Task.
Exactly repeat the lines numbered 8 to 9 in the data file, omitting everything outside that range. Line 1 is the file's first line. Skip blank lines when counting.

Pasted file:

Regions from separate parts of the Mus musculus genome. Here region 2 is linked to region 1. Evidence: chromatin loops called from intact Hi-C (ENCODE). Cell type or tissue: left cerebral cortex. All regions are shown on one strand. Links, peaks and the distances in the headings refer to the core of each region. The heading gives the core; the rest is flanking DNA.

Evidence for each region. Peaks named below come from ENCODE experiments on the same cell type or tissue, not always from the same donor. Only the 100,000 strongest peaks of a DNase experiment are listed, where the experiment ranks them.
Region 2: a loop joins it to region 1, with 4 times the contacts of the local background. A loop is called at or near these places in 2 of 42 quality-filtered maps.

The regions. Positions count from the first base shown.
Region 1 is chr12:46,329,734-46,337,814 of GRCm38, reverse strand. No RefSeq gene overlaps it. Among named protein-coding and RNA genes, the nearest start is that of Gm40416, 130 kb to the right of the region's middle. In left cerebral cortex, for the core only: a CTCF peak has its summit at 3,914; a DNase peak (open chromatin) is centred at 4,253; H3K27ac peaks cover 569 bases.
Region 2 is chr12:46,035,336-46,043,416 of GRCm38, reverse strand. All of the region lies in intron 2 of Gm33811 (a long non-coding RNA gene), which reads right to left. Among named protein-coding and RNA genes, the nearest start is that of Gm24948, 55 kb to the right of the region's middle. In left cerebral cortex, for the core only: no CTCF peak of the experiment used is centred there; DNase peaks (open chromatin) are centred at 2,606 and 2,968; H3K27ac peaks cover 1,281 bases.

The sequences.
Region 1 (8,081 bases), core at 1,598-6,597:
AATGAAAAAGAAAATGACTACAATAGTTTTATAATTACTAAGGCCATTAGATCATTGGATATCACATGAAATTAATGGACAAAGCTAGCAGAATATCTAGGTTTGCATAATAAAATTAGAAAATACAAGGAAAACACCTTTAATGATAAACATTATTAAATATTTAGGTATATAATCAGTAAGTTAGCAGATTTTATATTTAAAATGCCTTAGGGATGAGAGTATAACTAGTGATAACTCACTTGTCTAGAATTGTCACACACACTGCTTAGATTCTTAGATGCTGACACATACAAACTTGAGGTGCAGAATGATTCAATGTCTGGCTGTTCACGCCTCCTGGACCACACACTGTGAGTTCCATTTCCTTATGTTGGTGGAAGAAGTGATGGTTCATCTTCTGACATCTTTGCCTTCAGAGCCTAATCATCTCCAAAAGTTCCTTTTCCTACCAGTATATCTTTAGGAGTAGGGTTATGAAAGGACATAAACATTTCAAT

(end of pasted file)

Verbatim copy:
Region 1 (8,081 bases), core at 1,598-6,597:
AATGAAAAAGAAAATGACTACAATAGTTTTATAATTACTAAGGCCATTAGATCATTGGATATCACATGAAATTAATGGACAAAGCTAGCAGAATATCTAGGTTTGCATAATAAAATTAGAAAATACAAGGAAAACACCTTTAATGATAAACATTATTAAATATTTAGGTATATAATCAGTAAGTTAGCAGATTTTATATTTAAAATGCCTTAGGGATGAGAGTATAACTAGTGATAACTCACTTGTCTAGAATTGTCACACACACTGCTTAGATTCTTAGATGCTGACACATACAAACTTGAGGTGCAGAATGATTCAATGTCTGGCTGTTCACGCCTCCTGGACCACACACTGTGAGTTCCATTTCCTTATGTTGGTGGAAGAAGTGATGGTTCATCTTCTGACATCTTTGCCTTCAGAGCCTAATCATCTCCAAAAGTTCCTTTTCCTACCAGTATATCTTTAGGAGTAGGGTTATGAAAGGACATAAACATTTCAAT